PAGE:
I had a hard time with Decalogue V even though it is the only film that seems to take a firm stance of what is right and wrong. While neither the cab driver or Jacek are shown to be good people, the lawyer makes his point that all life is sacred and he does not agree with the death penalty, which is obviously Kieslowski’s view as well. It’s not that I disagree, it’s just that the film makes both the killer and the victim completely unlikable making it more difficult to choose a viewpoint. Even though the cab driver is not a good person, his life still has worth as a human being, right? That is the purpose of Decalogue V. This film starts off particularly confusing since it introduces three seemingly unconnected characters, but it soon makes its point apparent but never hits the same marks that past films in the series do.

I give it 4 out of 5.

Decalogue V was extended and remade as the film A Short Film About Killing.

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Mallrats (11/10/12) – Nostalgiathon

MallratsNostalgiathon 2012 badge

Movie Two Hundred Fifty Seven

In Mallrats, after being dumped by both of their girlfriends, two friends head to the mall.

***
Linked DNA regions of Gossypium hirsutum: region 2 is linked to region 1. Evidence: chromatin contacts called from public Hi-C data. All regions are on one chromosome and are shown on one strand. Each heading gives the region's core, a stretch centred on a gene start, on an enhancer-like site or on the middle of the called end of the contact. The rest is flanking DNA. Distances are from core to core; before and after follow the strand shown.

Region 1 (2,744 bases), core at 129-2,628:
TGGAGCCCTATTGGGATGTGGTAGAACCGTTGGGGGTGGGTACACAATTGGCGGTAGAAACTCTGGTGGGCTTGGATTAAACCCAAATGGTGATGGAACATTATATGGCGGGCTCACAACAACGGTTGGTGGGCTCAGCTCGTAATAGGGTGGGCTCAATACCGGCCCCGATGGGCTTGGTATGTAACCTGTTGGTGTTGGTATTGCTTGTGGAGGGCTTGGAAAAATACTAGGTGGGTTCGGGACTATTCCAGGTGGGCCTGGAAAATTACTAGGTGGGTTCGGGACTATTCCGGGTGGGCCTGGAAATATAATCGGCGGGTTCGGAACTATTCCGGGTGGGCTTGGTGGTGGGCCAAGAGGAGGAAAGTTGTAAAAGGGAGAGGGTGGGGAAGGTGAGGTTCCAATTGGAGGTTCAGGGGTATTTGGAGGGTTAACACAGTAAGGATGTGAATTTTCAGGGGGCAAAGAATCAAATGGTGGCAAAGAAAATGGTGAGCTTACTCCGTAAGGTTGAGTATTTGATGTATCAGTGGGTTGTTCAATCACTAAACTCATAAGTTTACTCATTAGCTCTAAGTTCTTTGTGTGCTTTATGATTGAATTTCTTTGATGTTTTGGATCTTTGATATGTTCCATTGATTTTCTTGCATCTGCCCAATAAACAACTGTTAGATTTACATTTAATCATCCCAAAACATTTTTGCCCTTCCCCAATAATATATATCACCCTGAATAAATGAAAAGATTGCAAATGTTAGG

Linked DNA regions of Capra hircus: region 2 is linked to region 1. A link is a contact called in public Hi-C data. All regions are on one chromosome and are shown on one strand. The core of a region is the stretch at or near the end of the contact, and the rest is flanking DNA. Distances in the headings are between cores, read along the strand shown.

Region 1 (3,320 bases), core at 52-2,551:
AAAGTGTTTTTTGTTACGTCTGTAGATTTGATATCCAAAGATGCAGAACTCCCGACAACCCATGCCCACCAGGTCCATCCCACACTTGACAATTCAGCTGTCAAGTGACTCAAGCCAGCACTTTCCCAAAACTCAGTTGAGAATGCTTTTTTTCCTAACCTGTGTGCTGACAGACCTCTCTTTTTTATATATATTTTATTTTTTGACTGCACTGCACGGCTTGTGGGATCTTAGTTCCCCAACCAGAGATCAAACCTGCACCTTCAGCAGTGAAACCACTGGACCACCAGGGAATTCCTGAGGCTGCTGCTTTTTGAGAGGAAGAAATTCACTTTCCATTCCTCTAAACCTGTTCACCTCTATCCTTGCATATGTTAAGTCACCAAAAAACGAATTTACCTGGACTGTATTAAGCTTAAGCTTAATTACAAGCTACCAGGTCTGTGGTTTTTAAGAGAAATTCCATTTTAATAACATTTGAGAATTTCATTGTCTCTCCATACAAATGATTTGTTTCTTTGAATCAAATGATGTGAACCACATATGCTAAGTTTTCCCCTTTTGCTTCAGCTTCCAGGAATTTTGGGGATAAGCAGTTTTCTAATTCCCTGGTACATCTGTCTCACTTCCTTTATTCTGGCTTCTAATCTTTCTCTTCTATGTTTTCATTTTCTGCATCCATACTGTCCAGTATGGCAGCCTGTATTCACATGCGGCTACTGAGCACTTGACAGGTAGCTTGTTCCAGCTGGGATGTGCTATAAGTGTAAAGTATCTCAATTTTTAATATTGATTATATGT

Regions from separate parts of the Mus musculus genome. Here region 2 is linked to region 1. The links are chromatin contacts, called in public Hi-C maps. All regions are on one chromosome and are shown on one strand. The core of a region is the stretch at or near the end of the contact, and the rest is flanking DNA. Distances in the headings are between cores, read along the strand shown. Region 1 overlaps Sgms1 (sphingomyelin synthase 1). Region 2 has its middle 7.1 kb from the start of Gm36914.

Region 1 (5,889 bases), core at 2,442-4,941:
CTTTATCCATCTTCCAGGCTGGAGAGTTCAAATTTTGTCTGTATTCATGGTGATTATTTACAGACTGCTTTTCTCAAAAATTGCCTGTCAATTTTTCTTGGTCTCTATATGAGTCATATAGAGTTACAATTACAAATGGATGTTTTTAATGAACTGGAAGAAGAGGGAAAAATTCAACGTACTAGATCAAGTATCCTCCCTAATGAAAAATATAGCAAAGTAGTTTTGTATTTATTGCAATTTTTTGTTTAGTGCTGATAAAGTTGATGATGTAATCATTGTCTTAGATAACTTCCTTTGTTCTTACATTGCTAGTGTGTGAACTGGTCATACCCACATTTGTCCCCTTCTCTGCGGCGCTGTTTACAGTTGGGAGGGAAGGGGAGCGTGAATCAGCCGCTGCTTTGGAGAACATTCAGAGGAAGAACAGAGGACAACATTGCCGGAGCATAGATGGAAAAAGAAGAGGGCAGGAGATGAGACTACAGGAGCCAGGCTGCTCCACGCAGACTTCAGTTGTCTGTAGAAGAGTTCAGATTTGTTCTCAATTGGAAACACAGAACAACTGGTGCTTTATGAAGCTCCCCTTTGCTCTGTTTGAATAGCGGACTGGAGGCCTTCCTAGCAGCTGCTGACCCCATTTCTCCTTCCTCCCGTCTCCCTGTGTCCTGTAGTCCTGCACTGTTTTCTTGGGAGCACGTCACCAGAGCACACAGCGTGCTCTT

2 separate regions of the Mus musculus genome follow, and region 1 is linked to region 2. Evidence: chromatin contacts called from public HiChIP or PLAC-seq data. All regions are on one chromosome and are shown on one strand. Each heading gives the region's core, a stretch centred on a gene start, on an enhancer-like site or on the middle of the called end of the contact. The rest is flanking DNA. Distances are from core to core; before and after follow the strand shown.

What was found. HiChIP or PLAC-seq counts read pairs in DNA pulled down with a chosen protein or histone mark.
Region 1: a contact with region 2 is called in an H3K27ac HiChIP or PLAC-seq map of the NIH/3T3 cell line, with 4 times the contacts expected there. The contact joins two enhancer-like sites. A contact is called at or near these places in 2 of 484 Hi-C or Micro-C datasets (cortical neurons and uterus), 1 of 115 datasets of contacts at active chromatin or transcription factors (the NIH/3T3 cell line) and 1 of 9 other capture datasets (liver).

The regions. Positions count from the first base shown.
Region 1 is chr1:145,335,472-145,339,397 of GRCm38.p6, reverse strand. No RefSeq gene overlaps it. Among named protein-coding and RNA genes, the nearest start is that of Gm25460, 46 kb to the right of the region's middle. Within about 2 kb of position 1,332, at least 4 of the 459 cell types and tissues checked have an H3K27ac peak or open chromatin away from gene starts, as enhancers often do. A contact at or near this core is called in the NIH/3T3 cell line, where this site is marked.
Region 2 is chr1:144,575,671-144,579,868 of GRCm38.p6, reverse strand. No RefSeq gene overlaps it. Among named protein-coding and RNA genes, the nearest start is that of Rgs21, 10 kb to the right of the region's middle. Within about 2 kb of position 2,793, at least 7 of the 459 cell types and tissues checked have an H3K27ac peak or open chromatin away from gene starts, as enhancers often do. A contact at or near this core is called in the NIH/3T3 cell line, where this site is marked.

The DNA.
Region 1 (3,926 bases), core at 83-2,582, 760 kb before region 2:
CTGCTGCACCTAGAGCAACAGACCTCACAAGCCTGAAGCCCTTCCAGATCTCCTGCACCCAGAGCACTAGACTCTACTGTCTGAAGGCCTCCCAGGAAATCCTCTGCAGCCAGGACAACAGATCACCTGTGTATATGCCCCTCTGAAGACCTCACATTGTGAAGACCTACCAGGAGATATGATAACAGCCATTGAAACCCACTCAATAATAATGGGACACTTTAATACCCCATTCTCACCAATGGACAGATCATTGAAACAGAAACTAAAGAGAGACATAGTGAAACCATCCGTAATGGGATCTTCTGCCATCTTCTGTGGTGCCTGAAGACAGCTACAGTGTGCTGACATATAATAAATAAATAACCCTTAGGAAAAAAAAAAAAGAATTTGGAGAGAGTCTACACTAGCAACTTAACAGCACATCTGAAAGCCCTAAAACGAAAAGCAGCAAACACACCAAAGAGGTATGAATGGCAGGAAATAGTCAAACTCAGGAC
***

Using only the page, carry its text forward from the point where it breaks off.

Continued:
TS Quint (Jeremy London) and his girlfriend, Brandi Svenning (Claire Forlani) are about to head to Universal Studios where TS plans to propose when Jaws pops out of the water. Instead, Brandi has agreed to be on her father’s game show, “Truth or Date”, and breaks up with TS. Meanwhile, Brodie (Jason Lee) gets dumped by his girlfriend, Rene (Shannen Doherty) for being too juvenile. The two friends meet up and Brodie decides they should go to the mall for solace. At the mall, they discover that “Truth or Date” will be filming there later and they ask Jay (Jason Mewes) and Silent Bob (Kevin Smith) to ruin the stage in an effort to win Brandi back.

Throughout my freshman and sophomore years of high school, Mallrats was practically on a repeating loop so I have decided it was perfect to cover for Nostalgiathon. The dialogue was reenacted countless times and entire scenes could be staged at the drop of a hat. Mallrats had everything a teenager could ask for – comedy, action, romance, magic-eye posters, sex, comic books, NHL All Star Hockey, etc. Mallrats not only delivers on all those fronts but everything Jason Lee says in the film is pretty much Oscar-worthy… OK maybe that’s going too far.